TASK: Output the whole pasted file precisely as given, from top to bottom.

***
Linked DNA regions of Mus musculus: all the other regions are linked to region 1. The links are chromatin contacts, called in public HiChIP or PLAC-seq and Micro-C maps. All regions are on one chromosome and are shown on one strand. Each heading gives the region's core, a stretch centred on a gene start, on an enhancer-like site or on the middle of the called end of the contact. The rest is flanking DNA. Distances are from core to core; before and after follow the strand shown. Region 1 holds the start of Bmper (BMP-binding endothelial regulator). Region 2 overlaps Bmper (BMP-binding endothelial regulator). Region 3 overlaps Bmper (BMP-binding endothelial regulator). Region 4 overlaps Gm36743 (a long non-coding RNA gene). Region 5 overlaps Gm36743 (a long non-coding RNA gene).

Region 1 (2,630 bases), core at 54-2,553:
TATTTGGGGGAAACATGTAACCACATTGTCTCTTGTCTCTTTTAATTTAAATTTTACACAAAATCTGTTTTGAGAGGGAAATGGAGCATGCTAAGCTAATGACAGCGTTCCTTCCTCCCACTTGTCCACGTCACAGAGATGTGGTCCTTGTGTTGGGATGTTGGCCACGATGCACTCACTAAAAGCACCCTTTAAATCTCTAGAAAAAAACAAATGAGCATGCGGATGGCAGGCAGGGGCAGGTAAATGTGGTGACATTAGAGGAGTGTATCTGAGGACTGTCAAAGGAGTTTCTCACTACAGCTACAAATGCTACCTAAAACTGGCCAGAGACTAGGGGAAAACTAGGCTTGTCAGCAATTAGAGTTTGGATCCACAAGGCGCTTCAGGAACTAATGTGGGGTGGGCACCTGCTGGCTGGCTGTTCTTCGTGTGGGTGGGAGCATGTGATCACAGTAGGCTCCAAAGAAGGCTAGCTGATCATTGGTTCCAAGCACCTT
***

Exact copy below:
Linked DNA regions of Mus musculus: all the other regions are linked to region 1. The links are chromatin contacts, called in public HiChIP or PLAC-seq and Micro-C maps. All regions are on one chromosome and are shown on one strand. Each heading gives the region's core, a stretch centred on a gene start, on an enhancer-like site or on the middle of the called end of the contact. The rest is flanking DNA. Distances are from core to core; before and after follow the strand shown. Region 1 holds the start of Bmper (BMP-binding endothelial regulator). Region 2 overlaps Bmper (BMP-binding endothelial regulator). Region 3 overlaps Bmper (BMP-binding endothelial regulator). Region 4 overlaps Gm36743 (a long non-coding RNA gene). Region 5 overlaps Gm36743 (a long non-coding RNA gene).

Region 1 (2,630 bases), core at 54-2,553:
TATTTGGGGGAAACATGTAACCACATTGTCTCTTGTCTCTTTTAATTTAAATTTTACACAAAATCTGTTTTGAGAGGGAAATGGAGCATGCTAAGCTAATGACAGCGTTCCTTCCTCCCACTTGTCCACGTCACAGAGATGTGGTCCTTGTGTTGGGATGTTGGCCACGATGCACTCACTAAAAGCACCCTTTAAATCTCTAGAAAAAAACAAATGAGCATGCGGATGGCAGGCAGGGGCAGGTAAATGTGGTGACATTAGAGGAGTGTATCTGAGGACTGTCAAAGGAGTTTCTCACTACAGCTACAAATGCTACCTAAAACTGGCCAGAGACTAGGGGAAAACTAGGCTTGTCAGCAATTAGAGTTTGGATCCACAAGGCGCTTCAGGAACTAATGTGGGGTGGGCACCTGCTGGCTGGCTGTTCTTCGTGTGGGTGGGAGCATGTGATCACAGTAGGCTCCAAAGAAGGCTAGCTGATCATTGGTTCCAAGCACCTT